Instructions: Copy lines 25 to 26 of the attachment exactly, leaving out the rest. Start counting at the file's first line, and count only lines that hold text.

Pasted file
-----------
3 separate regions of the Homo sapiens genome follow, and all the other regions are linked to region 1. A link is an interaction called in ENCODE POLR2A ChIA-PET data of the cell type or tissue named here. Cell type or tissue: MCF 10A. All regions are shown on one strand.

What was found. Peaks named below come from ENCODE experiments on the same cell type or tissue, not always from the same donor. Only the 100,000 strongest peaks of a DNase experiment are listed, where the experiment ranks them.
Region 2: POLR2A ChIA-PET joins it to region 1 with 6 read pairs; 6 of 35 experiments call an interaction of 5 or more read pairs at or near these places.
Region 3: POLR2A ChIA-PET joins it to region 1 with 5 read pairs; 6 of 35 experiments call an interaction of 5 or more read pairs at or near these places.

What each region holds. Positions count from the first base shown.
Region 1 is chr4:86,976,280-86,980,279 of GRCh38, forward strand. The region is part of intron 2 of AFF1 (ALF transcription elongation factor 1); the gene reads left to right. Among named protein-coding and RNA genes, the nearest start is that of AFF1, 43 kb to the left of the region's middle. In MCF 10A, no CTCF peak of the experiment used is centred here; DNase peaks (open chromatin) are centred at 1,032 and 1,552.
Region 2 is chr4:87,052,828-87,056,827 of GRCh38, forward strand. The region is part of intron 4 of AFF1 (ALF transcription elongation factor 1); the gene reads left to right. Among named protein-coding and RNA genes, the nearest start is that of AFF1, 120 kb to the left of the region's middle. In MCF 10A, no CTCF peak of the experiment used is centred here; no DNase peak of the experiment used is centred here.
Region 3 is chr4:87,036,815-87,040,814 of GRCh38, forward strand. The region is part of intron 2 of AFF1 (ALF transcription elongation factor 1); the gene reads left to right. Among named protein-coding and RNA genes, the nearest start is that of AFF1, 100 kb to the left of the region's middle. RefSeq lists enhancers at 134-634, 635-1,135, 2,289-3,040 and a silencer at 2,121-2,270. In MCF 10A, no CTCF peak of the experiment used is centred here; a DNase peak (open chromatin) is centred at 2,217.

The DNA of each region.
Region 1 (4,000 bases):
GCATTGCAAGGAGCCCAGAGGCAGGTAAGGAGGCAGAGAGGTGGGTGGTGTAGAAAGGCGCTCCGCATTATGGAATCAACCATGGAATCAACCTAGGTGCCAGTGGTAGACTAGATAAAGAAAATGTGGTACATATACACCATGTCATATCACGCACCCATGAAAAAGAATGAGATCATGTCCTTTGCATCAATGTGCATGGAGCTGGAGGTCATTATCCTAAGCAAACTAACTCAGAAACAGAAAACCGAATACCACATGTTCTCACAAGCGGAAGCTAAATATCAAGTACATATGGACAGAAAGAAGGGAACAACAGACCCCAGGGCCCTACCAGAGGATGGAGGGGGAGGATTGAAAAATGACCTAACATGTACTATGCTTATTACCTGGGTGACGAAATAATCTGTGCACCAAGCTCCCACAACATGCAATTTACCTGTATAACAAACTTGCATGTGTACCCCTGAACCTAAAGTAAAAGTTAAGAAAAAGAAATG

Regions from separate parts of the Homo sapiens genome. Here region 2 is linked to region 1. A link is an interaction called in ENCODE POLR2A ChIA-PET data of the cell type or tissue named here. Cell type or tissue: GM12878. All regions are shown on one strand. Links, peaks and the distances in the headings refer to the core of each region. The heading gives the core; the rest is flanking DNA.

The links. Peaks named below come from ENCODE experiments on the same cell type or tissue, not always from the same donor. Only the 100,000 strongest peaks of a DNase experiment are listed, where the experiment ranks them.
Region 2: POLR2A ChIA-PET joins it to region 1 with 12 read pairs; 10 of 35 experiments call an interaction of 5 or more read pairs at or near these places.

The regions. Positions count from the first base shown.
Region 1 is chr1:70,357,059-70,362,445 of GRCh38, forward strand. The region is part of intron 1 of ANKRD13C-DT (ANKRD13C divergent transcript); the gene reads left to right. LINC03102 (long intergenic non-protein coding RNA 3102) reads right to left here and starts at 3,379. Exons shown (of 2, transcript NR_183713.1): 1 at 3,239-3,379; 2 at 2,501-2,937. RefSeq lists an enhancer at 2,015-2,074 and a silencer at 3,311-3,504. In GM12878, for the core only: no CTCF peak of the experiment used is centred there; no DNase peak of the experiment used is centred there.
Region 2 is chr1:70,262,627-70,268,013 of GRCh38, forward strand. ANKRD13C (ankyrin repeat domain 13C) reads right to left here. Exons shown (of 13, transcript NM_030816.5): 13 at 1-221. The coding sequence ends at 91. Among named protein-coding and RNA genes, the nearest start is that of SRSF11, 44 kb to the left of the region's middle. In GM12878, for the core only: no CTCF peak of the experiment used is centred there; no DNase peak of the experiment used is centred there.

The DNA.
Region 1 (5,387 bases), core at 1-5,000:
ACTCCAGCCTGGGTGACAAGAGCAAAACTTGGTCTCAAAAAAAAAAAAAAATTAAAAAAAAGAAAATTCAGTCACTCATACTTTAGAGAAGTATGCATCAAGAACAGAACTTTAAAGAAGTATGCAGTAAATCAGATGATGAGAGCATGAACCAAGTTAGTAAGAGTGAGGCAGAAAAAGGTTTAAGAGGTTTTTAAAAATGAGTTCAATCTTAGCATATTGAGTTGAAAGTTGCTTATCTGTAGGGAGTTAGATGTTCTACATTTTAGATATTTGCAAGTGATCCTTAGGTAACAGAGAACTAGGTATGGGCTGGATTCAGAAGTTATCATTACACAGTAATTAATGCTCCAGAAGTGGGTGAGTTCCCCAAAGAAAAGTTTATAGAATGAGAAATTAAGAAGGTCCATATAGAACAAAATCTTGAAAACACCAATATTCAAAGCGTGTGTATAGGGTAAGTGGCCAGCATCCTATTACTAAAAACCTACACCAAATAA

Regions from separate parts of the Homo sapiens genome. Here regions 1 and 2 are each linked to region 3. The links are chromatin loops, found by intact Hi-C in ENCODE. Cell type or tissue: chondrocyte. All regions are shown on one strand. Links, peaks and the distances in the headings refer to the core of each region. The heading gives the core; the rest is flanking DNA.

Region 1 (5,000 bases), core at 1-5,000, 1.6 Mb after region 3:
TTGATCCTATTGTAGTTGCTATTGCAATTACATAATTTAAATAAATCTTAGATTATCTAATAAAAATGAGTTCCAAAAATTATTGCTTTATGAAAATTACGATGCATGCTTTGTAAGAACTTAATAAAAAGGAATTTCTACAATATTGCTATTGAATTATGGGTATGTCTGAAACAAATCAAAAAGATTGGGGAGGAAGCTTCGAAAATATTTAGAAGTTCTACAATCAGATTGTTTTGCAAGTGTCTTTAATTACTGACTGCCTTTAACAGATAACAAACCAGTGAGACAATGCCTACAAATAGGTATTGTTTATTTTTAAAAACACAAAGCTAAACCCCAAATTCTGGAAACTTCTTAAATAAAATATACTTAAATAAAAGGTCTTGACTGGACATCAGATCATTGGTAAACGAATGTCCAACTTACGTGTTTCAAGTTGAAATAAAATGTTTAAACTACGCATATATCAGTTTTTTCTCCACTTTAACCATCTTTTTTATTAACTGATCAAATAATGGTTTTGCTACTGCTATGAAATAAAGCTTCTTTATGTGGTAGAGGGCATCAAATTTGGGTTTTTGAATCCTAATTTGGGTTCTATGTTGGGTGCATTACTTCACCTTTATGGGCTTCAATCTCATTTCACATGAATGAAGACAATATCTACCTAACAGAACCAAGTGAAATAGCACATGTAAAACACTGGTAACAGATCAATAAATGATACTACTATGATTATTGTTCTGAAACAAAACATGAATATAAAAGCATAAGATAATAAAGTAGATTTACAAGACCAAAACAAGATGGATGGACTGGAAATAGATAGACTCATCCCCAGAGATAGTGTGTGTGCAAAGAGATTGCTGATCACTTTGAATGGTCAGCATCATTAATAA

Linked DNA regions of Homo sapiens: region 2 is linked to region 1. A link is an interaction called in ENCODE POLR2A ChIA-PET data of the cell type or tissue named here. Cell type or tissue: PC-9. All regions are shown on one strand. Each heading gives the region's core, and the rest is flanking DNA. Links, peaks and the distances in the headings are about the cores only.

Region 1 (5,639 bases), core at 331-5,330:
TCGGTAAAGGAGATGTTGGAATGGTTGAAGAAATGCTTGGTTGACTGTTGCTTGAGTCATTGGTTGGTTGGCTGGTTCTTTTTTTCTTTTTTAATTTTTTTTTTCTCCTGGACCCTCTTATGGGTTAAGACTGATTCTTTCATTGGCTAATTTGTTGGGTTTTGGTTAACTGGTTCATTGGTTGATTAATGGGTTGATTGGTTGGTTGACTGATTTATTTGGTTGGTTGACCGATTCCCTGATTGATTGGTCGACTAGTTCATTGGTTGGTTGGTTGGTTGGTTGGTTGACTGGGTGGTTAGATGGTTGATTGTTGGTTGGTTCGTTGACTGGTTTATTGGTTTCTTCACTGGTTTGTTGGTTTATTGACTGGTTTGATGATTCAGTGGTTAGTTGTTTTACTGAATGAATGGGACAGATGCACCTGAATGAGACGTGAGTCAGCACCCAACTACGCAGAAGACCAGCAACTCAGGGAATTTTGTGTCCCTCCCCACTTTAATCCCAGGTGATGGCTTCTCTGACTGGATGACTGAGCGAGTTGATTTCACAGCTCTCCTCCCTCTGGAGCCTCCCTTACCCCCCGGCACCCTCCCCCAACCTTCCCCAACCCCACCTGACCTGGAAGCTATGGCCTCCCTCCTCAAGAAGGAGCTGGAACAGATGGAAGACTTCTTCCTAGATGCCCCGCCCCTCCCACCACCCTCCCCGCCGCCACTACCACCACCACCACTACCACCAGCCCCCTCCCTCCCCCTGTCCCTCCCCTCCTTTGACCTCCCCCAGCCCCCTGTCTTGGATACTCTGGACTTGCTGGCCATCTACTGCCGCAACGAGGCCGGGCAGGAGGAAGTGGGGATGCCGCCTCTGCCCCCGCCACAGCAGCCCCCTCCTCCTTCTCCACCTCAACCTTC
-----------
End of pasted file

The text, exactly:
Region 1 (5,639 bases), core at 331-5,330:
TCGGTAAAGGAGATGTTGGAATGGTTGAAGAAATGCTTGGTTGACTGTTGCTTGAGTCATTGGTTGGTTGGCTGGTTCTTTTTTTCTTTTTTAATTTTTTTTTTCTCCTGGACCCTCTTATGGGTTAAGACTGATTCTTTCATTGGCTAATTTGTTGGGTTTTGGTTAACTGGTTCATTGGTTGATTAATGGGTTGATTGGTTGGTTGACTGATTTATTTGGTTGGTTGACCGATTCCCTGATTGATTGGTCGACTAGTTCATTGGTTGGTTGGTTGGTTGGTTGGTTGACTGGGTGGTTAGATGGTTGATTGTTGGTTGGTTCGTTGACTGGTTTATTGGTTTCTTCACTGGTTTGTTGGTTTATTGACTGGTTTGATGATTCAGTGGTTAGTTGTTTTACTGAATGAATGGGACAGATGCACCTGAATGAGACGTGAGTCAGCACCCAACTACGCAGAAGACCAGCAACTCAGGGAATTTTGTGTCCCTCCCCACTTTAATCCCAGGTGATGGCTTCTCTGACTGGATGACTGAGCGAGTTGATTTCACAGCTCTCCTCCCTCTGGAGCCTCCCTTACCCCCCGGCACCCTCCCCCAACCTTCCCCAACCCCACCTGACCTGGAAGCTATGGCCTCCCTCCTCAAGAAGGAGCTGGAACAGATGGAAGACTTCTTCCTAGATGCCCCGCCCCTCCCACCACCCTCCCCGCCGCCACTACCACCACCACCACTACCACCAGCCCCCTCCCTCCCCCTGTCCCTCCCCTCCTTTGACCTCCCCCAGCCCCCTGTCTTGGATACTCTGGACTTGCTGGCCATCTACTGCCGCAACGAGGCCGGGCAGGAGGAAGTGGGGATGCCGCCTCTGCCCCCGCCACAGCAGCCCCCTCCTCCTTCTCCACCTCAACCTTC